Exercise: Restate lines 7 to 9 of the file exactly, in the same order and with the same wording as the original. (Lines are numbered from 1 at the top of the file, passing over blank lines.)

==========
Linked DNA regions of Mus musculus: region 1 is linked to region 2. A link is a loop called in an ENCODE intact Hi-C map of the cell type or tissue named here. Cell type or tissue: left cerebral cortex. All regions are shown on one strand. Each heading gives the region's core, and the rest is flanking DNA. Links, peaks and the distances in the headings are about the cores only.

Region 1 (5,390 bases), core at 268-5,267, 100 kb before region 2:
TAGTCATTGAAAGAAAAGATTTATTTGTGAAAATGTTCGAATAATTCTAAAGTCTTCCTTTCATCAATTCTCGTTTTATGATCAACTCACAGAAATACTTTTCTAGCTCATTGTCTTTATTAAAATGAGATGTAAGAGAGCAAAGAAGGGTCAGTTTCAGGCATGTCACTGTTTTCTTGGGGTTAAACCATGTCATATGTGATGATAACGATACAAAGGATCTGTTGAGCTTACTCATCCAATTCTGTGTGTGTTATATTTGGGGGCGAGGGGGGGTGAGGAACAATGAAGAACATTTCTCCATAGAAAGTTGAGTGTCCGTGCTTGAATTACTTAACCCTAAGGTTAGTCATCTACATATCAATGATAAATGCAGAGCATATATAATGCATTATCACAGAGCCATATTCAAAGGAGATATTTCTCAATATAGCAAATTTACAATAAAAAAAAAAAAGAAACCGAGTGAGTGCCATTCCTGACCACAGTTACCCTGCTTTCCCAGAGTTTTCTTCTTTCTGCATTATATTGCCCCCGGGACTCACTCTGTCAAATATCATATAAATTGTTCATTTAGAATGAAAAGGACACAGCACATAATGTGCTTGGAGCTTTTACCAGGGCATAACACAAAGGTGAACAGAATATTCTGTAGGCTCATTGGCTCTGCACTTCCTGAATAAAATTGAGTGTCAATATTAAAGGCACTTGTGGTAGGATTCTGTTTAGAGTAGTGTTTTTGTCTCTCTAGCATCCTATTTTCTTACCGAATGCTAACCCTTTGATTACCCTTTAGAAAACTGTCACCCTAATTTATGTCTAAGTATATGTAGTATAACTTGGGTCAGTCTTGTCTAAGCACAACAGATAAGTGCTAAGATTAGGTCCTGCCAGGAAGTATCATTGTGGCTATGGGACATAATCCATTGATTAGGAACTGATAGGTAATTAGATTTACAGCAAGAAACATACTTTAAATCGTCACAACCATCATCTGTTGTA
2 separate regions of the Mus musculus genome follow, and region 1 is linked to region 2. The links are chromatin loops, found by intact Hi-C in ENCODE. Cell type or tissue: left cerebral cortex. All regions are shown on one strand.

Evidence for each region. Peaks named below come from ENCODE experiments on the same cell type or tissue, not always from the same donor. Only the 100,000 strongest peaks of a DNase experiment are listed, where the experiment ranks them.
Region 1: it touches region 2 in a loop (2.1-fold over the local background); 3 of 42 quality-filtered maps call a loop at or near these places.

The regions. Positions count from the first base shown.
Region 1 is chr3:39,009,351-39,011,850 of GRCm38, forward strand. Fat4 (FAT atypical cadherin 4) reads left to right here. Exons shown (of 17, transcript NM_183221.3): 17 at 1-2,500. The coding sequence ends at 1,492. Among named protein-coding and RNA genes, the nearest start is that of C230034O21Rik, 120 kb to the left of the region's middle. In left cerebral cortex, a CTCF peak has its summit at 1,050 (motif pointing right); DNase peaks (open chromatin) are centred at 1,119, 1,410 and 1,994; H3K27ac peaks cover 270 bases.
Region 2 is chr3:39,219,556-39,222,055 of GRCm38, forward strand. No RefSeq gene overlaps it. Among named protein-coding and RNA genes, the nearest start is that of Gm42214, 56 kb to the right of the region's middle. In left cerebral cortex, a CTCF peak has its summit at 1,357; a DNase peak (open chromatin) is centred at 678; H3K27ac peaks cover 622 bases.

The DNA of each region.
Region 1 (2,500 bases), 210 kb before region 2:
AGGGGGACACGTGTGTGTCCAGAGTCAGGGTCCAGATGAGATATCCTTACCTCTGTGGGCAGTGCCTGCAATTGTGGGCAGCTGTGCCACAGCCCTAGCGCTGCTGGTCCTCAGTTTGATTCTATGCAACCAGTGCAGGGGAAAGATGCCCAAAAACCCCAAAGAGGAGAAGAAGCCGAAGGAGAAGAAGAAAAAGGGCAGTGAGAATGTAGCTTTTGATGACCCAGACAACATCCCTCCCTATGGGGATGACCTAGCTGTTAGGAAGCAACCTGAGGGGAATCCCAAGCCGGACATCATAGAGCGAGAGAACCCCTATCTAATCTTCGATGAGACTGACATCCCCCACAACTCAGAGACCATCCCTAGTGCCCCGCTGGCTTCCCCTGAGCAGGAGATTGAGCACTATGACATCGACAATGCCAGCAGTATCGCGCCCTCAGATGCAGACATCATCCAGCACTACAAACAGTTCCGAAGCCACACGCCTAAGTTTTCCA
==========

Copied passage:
The regions. Positions count from the first base shown.
Region 1 is chr3:39,009,351-39,011,850 of GRCm38, forward strand. Fat4 (FAT atypical cadherin 4) reads left to right here. Exons shown (of 17, transcript NM_183221.3): 17 at 1-2,500. The coding sequence ends at 1,492. Among named protein-coding and RNA genes, the nearest start is that of C230034O21Rik, 120 kb to the left of the region's middle. In left cerebral cortex, a CTCF peak has its summit at 1,050 (motif pointing right); DNase peaks (open chromatin) are centred at 1,119, 1,410 and 1,994; H3K27ac peaks cover 270 bases.
Region 2 is chr3:39,219,556-39,222,055 of GRCm38, forward strand. No RefSeq gene overlaps it. Among named protein-coding and RNA genes, the nearest start is that of Gm42214, 56 kb to the right of the region's middle. In left cerebral cortex, a CTCF peak has its summit at 1,357; a DNase peak (open chromatin) is centred at 678; H3K27ac peaks cover 622 bases.